Spencer Tracy and Henry B Walthall

Spencer Tracy and Henry B Walthall

In this movie, directed by Harry Lachman, Tracy once again plays a tough, arrogant character who is nonetheless  more vulnerable than he at first appears. This time he is cast as a ruthless fairground worker who won’t let anyone or anything get in his way, as he rises to wealth by taking over and massively expanding a hi-tech attraction based on, you guessed it, Dante’s Inferno.

However, Tracy has nothing to do with the most striking scene in this movie – an amazing eight-minute vision of hell based on Gustav Doré’s famous illustrations to the great poem, showing the torments of the damned as they writhe in lakes of fire. I have read the poem (in translation!), and this section of the film does recall it, though the rest of the movie has little or nothing to do with Dante. It’s a stunning sequence and I find hard to imagine quite how it could have been made.   Unfortunately, it seems to be difficult to find out exactly who did make it and when.

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Barbary Coast (1935)

I’ve decided I’m going to try to write slightly shorter blog postings, as I’m so short of time these days due to my work situation. But I still want to try to record some of my thoughts on the classic movies I keep watching – so my mid-year resolution is to use more pictures and fewer words!

Miriam Hopkins as Mary 'Swan' Rutledge

Miriam Hopkins as Mary 'Swan' Rutledge

This is one of the early Howard Hawks films I didn’t manage to see during the blogathon organised by Ed Howard earlier this year. But I’ve now caught up with it after spotting the VHS video in a local secondhand shop (it hasn’t been released on DVD in the UK) and have also read Ed’s excellent review at his Only the Cinema blog. It’s definitely a lesser Hawks offering and doesn’t really have his stamp about it, but I’m still glad to have seen it.

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Black Legion (1936)

I’ve now watched most of the movies from the Warner Brothers Gangster Collection Volume 3 box set – which is rather misnamed since none of the movies really seem to be true gangster films. Anyway, this early Humphrey Bogart offering is my favourite of those I’ve seen so far, along with The Mayor of Hell – which was also made by the same director, Archie Mayo. Judging from the films of his I’ve seen to date, it seems as if he was great at getting that Warner grittiness and working-class atmosphere, and, even when hamstrung by the Hays Code, he still pushed the boundaries as far as he could.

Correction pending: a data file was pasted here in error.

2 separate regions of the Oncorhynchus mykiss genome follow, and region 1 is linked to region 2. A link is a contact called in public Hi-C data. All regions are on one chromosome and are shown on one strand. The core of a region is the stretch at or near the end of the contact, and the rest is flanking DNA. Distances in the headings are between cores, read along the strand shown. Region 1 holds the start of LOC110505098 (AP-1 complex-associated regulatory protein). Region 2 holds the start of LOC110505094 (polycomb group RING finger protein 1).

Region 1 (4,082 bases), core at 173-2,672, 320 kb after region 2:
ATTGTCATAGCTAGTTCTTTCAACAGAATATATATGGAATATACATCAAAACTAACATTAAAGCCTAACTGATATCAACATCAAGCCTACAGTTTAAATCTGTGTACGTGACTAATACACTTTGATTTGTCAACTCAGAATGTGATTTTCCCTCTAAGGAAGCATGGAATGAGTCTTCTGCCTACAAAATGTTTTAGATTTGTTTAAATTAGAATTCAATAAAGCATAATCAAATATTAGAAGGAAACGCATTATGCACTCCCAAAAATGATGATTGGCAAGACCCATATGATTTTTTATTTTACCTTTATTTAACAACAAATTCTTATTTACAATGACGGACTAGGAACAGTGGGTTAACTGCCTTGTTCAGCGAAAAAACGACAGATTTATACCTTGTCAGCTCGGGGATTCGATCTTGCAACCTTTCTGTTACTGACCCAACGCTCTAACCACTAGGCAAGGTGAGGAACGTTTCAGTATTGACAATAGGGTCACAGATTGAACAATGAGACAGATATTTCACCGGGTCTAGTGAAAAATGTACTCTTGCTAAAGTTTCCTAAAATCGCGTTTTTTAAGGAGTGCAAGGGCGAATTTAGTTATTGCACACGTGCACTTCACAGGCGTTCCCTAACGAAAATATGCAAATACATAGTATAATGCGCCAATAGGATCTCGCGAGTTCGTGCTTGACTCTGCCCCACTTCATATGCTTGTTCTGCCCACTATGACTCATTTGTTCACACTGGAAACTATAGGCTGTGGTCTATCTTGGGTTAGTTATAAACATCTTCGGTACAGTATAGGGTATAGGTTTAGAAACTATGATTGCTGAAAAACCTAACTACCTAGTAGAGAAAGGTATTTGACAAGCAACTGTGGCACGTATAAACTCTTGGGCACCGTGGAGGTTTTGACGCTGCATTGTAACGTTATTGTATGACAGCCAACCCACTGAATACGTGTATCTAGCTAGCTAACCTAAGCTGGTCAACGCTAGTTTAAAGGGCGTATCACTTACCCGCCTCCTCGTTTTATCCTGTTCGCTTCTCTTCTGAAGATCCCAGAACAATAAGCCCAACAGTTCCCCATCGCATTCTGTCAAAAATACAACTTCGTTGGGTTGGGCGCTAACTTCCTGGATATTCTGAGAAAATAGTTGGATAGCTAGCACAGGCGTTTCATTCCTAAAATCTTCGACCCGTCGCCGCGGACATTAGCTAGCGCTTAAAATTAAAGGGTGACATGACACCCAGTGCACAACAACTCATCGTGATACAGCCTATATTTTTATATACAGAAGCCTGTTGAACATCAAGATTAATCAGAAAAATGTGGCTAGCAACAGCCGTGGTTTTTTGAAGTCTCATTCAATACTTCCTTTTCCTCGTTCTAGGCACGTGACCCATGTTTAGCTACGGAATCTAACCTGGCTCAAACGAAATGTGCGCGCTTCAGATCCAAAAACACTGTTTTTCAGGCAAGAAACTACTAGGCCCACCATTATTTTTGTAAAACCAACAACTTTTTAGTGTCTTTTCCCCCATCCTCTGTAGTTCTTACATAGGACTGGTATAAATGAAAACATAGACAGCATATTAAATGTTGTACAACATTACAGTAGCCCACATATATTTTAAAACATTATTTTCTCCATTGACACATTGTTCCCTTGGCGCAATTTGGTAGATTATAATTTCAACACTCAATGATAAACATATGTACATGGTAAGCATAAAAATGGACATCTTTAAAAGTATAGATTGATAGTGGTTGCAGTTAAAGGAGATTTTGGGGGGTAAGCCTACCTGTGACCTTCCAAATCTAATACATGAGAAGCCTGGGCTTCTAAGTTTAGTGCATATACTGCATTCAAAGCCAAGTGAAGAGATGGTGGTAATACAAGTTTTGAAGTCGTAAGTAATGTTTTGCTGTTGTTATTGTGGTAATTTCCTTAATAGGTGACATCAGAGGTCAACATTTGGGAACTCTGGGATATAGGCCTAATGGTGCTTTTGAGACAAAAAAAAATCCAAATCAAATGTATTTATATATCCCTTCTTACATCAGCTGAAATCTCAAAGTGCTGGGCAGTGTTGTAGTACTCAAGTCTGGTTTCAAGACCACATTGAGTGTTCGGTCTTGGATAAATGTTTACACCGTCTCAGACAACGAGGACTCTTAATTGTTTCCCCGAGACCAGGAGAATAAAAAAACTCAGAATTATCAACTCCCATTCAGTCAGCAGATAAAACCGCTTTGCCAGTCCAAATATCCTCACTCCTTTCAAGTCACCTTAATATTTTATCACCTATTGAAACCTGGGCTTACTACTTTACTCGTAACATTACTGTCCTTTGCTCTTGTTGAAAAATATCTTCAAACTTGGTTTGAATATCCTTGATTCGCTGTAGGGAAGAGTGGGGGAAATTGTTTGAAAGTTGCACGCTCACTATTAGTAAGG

BlackLegionsleeveIn this exposé of 1930s fascist organisations, Mayo was forced by the Hays office to remove some vital elements, such as explicit references to the ethnicity of the victims targeted by the Legion, a shadowy Ku Klux Klan-like organisation operating in some states of the US at the time. There are no African-Americans in the movie at all, and it’s only hinted that one of the victims might be Polish-Jewish, another Irish Catholic. Mayo even had to include a disclaimer at the start suggesting that the Black Legion was a fictional organisation – although I’m not sure if this was dictated by Hays or an attempt to avoid reprisals by the real terror organisations. In any case, this would have fooled nobody. The real Black Legion had recently been in the headlines over a murder case which provided much of the inspiration for the plot.

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Great Guy (1936)

First of all, I’m sorry not to have posted here for ages – my working life has been busy and I’ve let blogging slip as a result. I’ll try to do better!

GreatGuy2

James Cagney and Mae Clarke

James Cagney walked out on Warner Brothers in the mid-1930s partly because he was fed up with being typecast as a tough guy. So it comes as a surprise that his starring role in Great Guy  – the first of two movies he made with Grand National, a poverty row studio – seems such a typical role for him.

Typical at first glance, anyway. His character, Johnnie Cave (the hero of stories by James Edward Grant published in the Saturday Evening Post) is an ex-boxer, now fearlessly enforcing the law for New York’s Department of Weights and Measures. However, the very fact that he is working for such an unglamorous department suggests a certain distance between this character and the gangsters, G-Men and dashing pilots Cagney had played in his recent films.